Looiersgracht 60 is delighted to present ‘Soft Borders’, the first major institutional exhibition by award winning design studio Buro Belén. The exhibition opens on 12 October and runs until 11 November. Established by Amsterdam-based designers Brecht Duijf and Lenneke Langenhuijsen, Buro Belén responds to the overwhelming presence of technology and digital reality in our contemporary lives by creating tangible, tactile objects and installations that are made to be experienced physically. They select materials that they feel a natural affinity towards, both ethically and in terms of their sensory qualities. Through intensive research they combine craftsmanship with the latest scientific discoveries, resulting in unique products with a distinctive aesthetic.
‘Soft Borders’ features commissioned on-site projects, as well as existing works. Rather than focusing on specific works or products, the projects are presented in an associative manner, creating juxtapositions while simultaneously softening the boundaries between materials, colours and disciplines. Responding to the space at Looiersgracht 60, Buro Belén wove their products into the history, architecture and colours of the space. Hanging ‘walls’ made of wool, flax, wood, linen, biopolymers and cotton function as both barriers and entry points both within the gallery and beyond it, on the patio. A site-specific tassel rug was ‘printed’ with an abstracted image of a wall at Looiersgracht 60. It was then tufted in the same colours as the wall it depicts, allowing the rug to blend into the exhibition space.
In addition to these works, a wide range of three-dimensional objects and wearables are on view, exemplifying Buro Belén’s aim to blur the line between objects, their surroundings and the people they are designed for. ‘Vitrines for Thought’, two display cases created especially for this show, interact with the space and its inhabitants. A black case retains its secrets and piques our curiosity while a transparent one reveals its contents – reflecting, distorting and refracting the objects displayed, the person viewing them and their ever-changingg environment.
Other works on view that highlight Buro Belen’s approach are: SUN+ Sunglasses, sunglasses in a range of skin tones that match the skin of their wearer; Soft Borders, a wood and galvanized steel table that is bound together by a rainbow of colours that blend into one another, Body Cloth, a silk wrap printed with a multitude of naked bodies, produced in a number of skin tones, allowing any wearer to use the cloth to blur the boundary between themselves and the garment.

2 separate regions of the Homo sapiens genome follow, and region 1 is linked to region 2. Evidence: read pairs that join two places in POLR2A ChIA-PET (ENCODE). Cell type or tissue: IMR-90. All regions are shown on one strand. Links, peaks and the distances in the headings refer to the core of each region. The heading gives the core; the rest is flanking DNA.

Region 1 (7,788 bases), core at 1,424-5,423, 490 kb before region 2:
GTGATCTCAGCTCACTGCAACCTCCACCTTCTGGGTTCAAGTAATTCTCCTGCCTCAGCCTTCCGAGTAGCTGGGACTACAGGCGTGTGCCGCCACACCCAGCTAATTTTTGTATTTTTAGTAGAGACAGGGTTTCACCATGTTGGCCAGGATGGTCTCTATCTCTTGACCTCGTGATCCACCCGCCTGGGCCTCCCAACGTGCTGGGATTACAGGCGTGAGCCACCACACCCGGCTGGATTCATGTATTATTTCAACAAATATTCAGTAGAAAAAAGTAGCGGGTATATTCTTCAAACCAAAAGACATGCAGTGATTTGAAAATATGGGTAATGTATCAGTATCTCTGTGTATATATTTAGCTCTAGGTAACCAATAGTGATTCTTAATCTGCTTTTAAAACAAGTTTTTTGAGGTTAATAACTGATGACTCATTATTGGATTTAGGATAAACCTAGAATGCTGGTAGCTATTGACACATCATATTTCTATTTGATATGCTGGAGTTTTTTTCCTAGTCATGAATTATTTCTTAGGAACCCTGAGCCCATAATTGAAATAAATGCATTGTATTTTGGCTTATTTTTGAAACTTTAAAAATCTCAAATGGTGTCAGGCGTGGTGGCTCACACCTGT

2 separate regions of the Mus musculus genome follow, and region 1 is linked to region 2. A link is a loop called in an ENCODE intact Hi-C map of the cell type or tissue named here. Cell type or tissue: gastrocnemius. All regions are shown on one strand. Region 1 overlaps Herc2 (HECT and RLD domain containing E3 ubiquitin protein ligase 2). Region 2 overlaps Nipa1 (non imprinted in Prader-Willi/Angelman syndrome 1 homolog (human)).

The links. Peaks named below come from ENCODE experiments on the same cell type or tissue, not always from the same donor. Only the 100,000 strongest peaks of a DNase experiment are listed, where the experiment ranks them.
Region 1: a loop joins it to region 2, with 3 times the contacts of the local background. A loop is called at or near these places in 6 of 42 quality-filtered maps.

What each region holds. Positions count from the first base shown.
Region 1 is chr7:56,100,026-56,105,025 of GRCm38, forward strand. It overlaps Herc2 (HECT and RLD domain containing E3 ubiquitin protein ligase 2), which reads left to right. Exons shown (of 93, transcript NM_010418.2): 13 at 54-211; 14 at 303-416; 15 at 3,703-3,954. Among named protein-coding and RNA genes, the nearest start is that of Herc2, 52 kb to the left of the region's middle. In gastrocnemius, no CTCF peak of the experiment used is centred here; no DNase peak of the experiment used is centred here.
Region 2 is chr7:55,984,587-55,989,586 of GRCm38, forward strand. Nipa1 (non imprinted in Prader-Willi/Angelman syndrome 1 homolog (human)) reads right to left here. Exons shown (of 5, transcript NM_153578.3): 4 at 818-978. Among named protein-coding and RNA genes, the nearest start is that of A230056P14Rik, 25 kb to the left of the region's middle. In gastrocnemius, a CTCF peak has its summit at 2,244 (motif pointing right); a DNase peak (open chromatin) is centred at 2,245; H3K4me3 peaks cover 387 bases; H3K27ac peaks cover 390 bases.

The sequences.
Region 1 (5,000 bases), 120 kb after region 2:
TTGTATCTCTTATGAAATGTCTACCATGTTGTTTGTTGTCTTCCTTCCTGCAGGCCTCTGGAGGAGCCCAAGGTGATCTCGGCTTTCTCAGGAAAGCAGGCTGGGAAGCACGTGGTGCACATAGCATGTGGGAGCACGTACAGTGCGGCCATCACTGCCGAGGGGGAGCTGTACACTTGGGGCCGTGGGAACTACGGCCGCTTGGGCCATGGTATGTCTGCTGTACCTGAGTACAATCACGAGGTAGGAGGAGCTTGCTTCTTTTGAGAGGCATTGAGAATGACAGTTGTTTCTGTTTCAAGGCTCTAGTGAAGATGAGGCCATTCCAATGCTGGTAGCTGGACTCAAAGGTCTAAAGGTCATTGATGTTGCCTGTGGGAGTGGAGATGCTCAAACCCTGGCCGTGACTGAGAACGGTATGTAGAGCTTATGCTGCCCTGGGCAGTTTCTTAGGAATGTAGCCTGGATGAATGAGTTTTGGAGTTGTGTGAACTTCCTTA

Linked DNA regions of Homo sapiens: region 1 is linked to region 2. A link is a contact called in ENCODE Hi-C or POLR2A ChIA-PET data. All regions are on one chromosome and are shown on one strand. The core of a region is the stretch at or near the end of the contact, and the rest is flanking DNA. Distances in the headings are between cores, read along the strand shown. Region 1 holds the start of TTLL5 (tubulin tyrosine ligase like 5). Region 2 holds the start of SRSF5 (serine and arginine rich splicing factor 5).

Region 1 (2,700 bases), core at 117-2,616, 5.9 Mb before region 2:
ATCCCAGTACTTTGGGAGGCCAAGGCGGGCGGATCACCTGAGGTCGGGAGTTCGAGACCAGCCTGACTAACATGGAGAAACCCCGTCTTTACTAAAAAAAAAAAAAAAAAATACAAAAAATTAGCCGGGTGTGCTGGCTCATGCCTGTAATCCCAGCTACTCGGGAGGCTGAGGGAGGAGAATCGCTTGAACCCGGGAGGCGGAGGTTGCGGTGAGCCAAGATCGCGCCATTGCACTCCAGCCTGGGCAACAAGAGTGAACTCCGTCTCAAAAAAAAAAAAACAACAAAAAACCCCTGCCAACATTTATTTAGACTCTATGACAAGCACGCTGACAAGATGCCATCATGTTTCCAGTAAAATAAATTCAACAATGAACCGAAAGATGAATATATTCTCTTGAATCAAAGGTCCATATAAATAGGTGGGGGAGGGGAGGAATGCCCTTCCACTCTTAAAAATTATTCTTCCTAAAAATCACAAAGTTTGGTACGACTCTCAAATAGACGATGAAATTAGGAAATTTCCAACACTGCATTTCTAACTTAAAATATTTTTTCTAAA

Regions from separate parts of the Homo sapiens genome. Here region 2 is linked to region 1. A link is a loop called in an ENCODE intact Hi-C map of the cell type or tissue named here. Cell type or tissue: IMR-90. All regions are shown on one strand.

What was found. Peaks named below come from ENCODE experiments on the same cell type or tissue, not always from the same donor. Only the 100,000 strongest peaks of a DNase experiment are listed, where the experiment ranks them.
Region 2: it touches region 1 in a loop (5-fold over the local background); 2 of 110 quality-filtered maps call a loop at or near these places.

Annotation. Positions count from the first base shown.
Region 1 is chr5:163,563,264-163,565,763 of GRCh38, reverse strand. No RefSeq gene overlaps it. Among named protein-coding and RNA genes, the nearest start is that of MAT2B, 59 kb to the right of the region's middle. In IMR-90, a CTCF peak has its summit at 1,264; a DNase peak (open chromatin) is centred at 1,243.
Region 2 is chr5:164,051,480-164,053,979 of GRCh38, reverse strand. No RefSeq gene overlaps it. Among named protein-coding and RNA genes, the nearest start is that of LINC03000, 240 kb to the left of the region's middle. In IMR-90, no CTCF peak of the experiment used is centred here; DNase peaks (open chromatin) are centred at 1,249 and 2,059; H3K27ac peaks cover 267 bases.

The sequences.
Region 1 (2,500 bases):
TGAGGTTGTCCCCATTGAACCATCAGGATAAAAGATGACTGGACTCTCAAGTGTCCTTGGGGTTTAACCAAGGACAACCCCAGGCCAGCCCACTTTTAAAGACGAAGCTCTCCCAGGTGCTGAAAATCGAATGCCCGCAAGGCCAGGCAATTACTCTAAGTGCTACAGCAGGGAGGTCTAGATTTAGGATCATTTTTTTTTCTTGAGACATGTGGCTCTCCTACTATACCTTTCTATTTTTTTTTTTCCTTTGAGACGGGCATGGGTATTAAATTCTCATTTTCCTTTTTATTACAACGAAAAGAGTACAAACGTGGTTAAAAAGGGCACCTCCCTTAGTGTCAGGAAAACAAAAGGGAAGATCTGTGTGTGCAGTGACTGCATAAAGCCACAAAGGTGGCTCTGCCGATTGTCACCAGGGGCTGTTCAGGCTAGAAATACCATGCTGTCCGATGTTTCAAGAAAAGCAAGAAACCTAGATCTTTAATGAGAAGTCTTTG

‘Soft Borders’ not only presents a detailed overview of Buro Belén’s practice but also affords visitors the opportunity to look beyond the finished products. In the basement, there are research notes, materials, prototypes, sketches, and samples grouped to reflect six key themes that run through their design practice. Together, the practices displayed downstairs and the works upstairs, present an archive of ideas, inviting discussion and highlighting the importance of the processes developed throughout BuroBelén’s practice. The viewer is invited to enter into Buro Belén’s inner world, where myriad ideas merge seamlessly, challenging us to reconsider the way we understand boundaries.
This show has been curated by Soraya Notoadikusumo and Nadine Snijders, Founders of Looiersgracht 60.
Buro Belén is an Amsterdam based design studio founded by Dutch designers Brecht Duijf and Lenneke Langenhuijsen. Committed to realising designs for the future, they employ an intuitive, emotional and physical approach in their work. Through a meticulous research based working method, they re-evaluate conventional techniques and create products that reveal the unexpected possibilities of both traditional and high-tech materials. Since establishing Buro Belén together in 2013, Duijf and Langenhuijsen have received commissions from world-renowned design brands and organisations and have collaborated with institutes such as Man-made Fiber Institute, Innsbrück University, Senbis Polymer Innovations, Atelier Luma, Research Institute for Material Culture and Textile lab. Their work has been exhibited at the TextielMuseum, Museum Boijmans van Beuningen, Van Abbemuseum, Schloss Hollenegg and Palazzo Clerici. Their work can also be found in numerous permanent collections, including that of the Stedelijk Museum Amsterdam.